This week the Center for Civil Rights filed an amicus curiae brief
in the in the ongoing legal challenge to HB 589, the State’s 2013 voting law that imposed voter id requirements, cut early voting, and eliminated same-day registration, out of precinct ballots, and pre-registration of 16 and 17 year olds. The law was immediately challenged under the Voting Rights Act by the North Carolina NAACP, the League of Women Voters, Common Cause NC, and a number of other organizations and individual voters, who argued that the law discriminated against people of color and young people, and that it was designed to and would suppress their ability to vote. The U.S. Department of Justice also filed suit against the State. District Court Judge Thomas Schroeder ruled against the plaintiffs and upheld the law in a 465-page ruling issued on April 25. The plaintiffs appealed, and the case has been expedited and is set to be heard by the Fourth Circuit Court of Appeals on June 21.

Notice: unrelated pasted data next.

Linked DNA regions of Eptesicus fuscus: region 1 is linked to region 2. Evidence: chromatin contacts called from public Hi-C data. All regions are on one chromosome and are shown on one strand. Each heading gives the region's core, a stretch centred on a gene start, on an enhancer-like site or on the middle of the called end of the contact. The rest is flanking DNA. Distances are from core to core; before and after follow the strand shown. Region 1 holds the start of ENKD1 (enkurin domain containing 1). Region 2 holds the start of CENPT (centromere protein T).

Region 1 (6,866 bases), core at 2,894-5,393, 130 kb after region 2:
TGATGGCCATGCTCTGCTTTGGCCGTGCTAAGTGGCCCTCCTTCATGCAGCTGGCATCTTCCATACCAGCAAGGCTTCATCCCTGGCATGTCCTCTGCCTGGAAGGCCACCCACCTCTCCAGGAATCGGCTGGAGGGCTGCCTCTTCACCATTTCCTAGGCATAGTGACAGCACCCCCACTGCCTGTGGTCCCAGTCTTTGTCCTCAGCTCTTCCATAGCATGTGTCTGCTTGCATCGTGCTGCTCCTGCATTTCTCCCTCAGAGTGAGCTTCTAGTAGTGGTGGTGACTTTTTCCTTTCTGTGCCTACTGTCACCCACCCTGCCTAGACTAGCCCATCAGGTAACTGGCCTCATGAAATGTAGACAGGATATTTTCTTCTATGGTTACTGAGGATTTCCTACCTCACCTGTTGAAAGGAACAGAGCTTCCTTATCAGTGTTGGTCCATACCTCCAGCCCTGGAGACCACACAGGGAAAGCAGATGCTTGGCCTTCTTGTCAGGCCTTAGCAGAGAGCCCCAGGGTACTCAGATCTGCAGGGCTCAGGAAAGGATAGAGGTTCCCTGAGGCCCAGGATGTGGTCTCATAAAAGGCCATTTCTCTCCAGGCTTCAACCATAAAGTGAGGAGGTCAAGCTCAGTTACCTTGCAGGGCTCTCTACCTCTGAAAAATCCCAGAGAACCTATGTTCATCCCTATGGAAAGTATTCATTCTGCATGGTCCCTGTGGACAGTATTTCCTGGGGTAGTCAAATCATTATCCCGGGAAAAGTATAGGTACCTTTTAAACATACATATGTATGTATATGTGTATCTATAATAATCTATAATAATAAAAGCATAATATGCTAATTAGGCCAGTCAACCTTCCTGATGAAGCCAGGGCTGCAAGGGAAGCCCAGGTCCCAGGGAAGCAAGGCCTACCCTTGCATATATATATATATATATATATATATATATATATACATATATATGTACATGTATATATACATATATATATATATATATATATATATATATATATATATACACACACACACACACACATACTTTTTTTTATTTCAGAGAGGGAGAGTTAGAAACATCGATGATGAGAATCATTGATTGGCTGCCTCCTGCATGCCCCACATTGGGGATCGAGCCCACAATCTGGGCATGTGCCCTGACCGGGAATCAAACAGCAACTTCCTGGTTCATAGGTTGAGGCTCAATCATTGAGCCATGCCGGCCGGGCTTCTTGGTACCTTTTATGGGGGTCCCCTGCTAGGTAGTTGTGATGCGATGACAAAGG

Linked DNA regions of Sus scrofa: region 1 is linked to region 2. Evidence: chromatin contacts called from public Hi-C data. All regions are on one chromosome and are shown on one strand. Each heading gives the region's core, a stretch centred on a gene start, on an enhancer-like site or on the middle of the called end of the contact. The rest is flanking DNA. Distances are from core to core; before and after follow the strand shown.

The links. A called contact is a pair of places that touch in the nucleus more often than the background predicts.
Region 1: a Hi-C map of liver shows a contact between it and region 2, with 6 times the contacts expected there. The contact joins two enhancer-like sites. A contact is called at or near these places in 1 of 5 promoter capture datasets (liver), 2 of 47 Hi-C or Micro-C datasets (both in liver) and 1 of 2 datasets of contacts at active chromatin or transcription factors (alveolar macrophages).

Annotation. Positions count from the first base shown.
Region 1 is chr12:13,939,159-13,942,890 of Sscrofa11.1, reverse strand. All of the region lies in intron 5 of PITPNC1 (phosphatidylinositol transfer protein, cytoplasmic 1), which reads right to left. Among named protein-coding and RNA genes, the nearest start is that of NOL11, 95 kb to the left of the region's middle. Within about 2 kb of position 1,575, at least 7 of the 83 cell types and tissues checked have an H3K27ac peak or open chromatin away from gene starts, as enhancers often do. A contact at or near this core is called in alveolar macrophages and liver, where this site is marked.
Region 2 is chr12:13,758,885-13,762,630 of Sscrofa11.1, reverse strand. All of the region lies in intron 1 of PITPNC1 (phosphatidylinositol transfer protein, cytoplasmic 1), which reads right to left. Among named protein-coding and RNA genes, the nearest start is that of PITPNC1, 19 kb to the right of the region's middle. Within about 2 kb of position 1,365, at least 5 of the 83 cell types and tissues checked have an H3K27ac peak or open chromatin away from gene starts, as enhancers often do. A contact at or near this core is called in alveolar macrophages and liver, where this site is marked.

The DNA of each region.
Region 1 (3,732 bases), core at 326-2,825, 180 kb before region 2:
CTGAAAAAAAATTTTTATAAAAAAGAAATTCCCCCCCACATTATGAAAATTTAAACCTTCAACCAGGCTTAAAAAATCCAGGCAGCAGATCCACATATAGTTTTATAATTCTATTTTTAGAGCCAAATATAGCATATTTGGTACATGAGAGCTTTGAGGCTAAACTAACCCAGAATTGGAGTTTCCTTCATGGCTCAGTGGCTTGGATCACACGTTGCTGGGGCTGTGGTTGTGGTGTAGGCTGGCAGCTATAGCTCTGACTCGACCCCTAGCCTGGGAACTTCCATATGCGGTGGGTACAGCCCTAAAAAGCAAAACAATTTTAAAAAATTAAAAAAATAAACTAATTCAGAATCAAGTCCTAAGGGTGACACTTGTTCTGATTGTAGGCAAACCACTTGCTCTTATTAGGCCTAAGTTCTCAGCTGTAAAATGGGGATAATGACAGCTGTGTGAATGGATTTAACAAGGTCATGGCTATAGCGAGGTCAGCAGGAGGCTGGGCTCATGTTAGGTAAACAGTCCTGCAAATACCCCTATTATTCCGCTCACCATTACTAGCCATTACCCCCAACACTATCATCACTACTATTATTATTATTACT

The Center’s amicus brief focuses on the “cumulative impacts of the legacy of racial discrimination” that continue to plague communities of color, and includes details of disparate educational, environmental justice, and housing impacts from the Center’s State of Exclusion research. The brief also highlights the anomalous circumstances of the 2014 election that helped skew voter turnout that year, including the most expensive U.S. Senate race in history, a rare open seat in the majority-minority NC-12 U.S. House district, and the extensive voter outreach and education efforts by advocacy groups and the political parties (much of it in response to the new anti-voter legislation).
Posted by Mark Dorosin on Fri. May 27, 2016 2:34 PM
Race Discrimination, Segregation, Voting Rights